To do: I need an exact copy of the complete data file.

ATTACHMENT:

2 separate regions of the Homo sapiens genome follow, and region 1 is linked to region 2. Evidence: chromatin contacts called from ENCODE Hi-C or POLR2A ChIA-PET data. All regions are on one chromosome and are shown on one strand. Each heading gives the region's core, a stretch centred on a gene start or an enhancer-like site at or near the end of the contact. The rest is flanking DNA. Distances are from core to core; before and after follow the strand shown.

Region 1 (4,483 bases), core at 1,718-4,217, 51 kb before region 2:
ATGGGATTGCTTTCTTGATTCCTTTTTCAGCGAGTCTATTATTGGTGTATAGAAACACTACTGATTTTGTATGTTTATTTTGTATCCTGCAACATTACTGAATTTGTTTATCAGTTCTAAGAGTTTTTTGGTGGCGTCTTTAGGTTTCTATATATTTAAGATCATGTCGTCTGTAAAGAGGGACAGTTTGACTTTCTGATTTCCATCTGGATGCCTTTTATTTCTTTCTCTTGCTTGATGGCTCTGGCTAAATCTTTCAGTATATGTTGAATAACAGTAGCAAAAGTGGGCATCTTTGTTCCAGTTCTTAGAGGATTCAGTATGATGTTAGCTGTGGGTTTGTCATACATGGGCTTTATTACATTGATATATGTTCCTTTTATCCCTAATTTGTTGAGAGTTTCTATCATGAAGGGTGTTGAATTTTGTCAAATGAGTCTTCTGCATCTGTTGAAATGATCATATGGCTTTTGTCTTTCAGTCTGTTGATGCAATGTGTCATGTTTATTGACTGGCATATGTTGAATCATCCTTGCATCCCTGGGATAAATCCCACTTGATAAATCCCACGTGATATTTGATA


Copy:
2 separate regions of the Homo sapiens genome follow, and region 1 is linked to region 2. Evidence: chromatin contacts called from ENCODE Hi-C or POLR2A ChIA-PET data. All regions are on one chromosome and are shown on one strand. Each heading gives the region's core, a stretch centred on a gene start or an enhancer-like site at or near the end of the contact. The rest is flanking DNA. Distances are from core to core; before and after follow the strand shown.

Region 1 (4,483 bases), core at 1,718-4,217, 51 kb before region 2:
ATGGGATTGCTTTCTTGATTCCTTTTTCAGCGAGTCTATTATTGGTGTATAGAAACACTACTGATTTTGTATGTTTATTTTGTATCCTGCAACATTACTGAATTTGTTTATCAGTTCTAAGAGTTTTTTGGTGGCGTCTTTAGGTTTCTATATATTTAAGATCATGTCGTCTGTAAAGAGGGACAGTTTGACTTTCTGATTTCCATCTGGATGCCTTTTATTTCTTTCTCTTGCTTGATGGCTCTGGCTAAATCTTTCAGTATATGTTGAATAACAGTAGCAAAAGTGGGCATCTTTGTTCCAGTTCTTAGAGGATTCAGTATGATGTTAGCTGTGGGTTTGTCATACATGGGCTTTATTACATTGATATATGTTCCTTTTATCCCTAATTTGTTGAGAGTTTCTATCATGAAGGGTGTTGAATTTTGTCAAATGAGTCTTCTGCATCTGTTGAAATGATCATATGGCTTTTGTCTTTCAGTCTGTTGATGCAATGTGTCATGTTTATTGACTGGCATATGTTGAATCATCCTTGCATCCCTGGGATAAATCCCACTTGATAAATCCCACGTGATATTTGATA